Side Plank Technique (McGill Big 3): Core Stability/Core Endurance Training for Lower Back Pain

The ‘Side Plank or Side Bridge’ is one of the three exercises that make up the ‘McGill Big 3’, created by Dr. Stuart McGill, professor of spine biomechanics at the University of Waterloo and founder of the McGill Method.

The side plank exercise uniquely challenges critical spine stabilizing muscles from a lateral perspective. It is one of the few exercises that integrate the QL (quadratus lumborum) with the abdominal wall.

The QL provides massive stability to the lower back as it attaches to each lumbar vertebrae, as well as the pelvis and ribcage. Think of this muscle as a source of bilateral support for each lumbar joint segment as it acts to buttress shear loads and instability. Quadratus lumborum is an extremely important and often overlooked or forgotten muscle of the core as it is involved in every motion or action of the spine (flexion, extension, lateral bending, and rotation).

The Side Plank integrates the QL with the rest of the core in a spine-conserving way by keeping one side of the lateral stabilizing muscles quiet while the other side is active. Lastly, this exercise also integrates the lats into the movement, which are the largest muscle in the upper body and the only muscle in the upper body to cross the hip joint, effectively connecting the upper and lower extremities.

Side-Plank Technique:

Place your elbow on the ground directly stacked underneath your shoulder joint, and make a fist with the hand for tension and stability in the arm. Place your feet in a wide and spread apart base (about 4-8″) with the top leg in front of the bottom leg for added support. The top hand/free hand can be placed on the top hip, in front of the working shoulder, or on the top leg.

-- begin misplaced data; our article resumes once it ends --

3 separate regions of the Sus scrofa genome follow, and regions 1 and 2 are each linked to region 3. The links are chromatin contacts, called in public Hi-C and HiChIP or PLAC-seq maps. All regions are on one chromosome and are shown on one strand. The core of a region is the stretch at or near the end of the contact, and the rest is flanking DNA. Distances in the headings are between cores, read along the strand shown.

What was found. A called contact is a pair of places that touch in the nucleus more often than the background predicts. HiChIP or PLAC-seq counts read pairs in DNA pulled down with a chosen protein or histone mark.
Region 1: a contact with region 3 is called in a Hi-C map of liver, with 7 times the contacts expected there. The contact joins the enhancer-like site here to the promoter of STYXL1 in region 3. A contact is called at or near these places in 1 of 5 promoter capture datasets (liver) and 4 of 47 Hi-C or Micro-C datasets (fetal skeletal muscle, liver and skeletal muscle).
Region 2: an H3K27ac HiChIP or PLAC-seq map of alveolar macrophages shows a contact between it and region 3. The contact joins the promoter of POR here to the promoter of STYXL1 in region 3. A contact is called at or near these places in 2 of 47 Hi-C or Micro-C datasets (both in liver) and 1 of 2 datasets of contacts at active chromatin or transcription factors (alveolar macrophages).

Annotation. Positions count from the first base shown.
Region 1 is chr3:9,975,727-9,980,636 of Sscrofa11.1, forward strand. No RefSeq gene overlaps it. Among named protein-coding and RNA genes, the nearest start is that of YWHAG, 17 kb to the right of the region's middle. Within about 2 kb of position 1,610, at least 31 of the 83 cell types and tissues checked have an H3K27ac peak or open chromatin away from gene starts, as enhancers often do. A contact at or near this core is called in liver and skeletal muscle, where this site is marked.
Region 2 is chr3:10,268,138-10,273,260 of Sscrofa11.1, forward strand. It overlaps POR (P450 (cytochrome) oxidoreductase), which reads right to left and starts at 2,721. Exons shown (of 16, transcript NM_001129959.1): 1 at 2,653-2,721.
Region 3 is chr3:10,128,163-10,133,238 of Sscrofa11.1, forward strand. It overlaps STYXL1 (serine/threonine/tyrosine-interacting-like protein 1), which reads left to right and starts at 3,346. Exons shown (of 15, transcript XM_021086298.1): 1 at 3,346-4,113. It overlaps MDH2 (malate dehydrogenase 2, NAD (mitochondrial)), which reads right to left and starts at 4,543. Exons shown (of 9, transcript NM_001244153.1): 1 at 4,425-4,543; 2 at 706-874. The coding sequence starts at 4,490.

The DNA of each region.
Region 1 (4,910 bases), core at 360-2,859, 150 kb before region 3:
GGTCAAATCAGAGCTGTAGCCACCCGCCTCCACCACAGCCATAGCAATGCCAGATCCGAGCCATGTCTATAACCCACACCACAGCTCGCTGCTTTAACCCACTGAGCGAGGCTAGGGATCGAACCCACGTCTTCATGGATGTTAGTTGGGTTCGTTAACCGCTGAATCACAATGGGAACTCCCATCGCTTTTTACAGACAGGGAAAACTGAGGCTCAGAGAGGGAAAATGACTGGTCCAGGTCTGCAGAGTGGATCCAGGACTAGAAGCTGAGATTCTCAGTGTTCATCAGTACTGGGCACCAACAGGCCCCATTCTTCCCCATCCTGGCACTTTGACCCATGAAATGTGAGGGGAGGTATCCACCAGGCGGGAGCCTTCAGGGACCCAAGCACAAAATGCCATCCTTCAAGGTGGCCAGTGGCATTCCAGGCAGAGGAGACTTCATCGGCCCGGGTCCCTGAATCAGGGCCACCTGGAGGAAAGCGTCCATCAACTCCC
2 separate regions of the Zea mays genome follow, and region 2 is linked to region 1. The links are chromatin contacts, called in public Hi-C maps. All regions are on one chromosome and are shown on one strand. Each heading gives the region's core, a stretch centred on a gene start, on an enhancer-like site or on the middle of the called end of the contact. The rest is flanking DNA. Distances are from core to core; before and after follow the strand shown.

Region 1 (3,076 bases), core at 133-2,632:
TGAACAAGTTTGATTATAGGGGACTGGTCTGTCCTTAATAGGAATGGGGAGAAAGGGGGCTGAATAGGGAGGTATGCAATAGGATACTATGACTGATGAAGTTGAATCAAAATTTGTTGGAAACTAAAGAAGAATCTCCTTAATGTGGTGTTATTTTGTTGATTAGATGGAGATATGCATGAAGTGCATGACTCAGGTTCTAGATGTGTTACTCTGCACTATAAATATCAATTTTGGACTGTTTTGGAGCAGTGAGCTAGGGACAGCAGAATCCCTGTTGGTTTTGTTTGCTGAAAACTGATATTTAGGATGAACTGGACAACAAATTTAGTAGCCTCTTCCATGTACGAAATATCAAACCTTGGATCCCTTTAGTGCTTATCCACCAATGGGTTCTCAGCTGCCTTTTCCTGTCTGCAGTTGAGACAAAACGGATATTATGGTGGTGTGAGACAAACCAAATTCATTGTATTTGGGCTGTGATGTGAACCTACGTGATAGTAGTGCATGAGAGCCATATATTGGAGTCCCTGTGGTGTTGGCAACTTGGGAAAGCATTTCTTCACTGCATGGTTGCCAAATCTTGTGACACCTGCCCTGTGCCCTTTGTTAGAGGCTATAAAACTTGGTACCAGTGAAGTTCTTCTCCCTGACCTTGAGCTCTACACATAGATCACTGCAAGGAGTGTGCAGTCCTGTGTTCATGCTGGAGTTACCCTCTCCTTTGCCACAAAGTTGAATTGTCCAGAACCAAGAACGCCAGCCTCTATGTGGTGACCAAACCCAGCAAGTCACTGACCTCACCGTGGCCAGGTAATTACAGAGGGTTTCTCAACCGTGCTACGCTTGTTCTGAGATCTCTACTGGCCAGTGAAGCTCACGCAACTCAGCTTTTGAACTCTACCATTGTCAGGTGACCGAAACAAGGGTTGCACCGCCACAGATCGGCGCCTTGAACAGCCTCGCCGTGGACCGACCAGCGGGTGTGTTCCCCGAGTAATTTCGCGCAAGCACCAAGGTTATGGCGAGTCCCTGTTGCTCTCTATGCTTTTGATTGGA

Drive your hips forward into extension (similar to a deadlift) and up toward the ceiling in order to load the movement. No movement at the spine should occur. While breathing deeply and slowly into an abdominal brace, hold the side plank position for 15s-30s, and then carefully lower your hips to the ground before changing sides.

Always begin with your weak side first. Do not favor any imbalances with this exercise.

Perform 1-2 sets of the side plank for 15s-30s on each side before moving on to the other exercises in the McGill Big 3.

The Side Plank can be performed from the knees if you have limited core strength or an inability to engage the abdominal wall without causing pain.

I prefer to use the McGill Big 3 prior to training sessions, especially lower body sessions, but someone with a back injury who is looking to get back to functional and strong, they should perform the McGill Big 3 at least daily (or twice daily), provided these motions do not trigger pain.

About the “McGill Big 3”:

The McGill Big 3 should be a staple in any lumbar spine rehabilitation program when the client is ready to introduce training/fitness beginning with core stability and core endurance.

The McGill Big 3 (curl up, side plank, and bird dog) are unique in that they are superior in their ability to spare the spine of added compressive and shear forces while building muscular fitness and maintaining stability and control of the natural curve of the lumbar spine.

They are able to prevent painful joint micro-movements (buckling injuries) for several hours by creating a ‘super-stiffness’ of the entire core muscles. This super-stiffness acts as a bracing mechanism for the spine, the same way guy wires act to brace a tall tower.

The McGill Big 3 also builds core endurance (through time under tension), which is essential to adding activities back into your lifestyle that previously may have caused back pain.

#mcgillbigthree #lumbarspine #rehab

Leave a Reply

Your email address will not be published. Required fields are marked *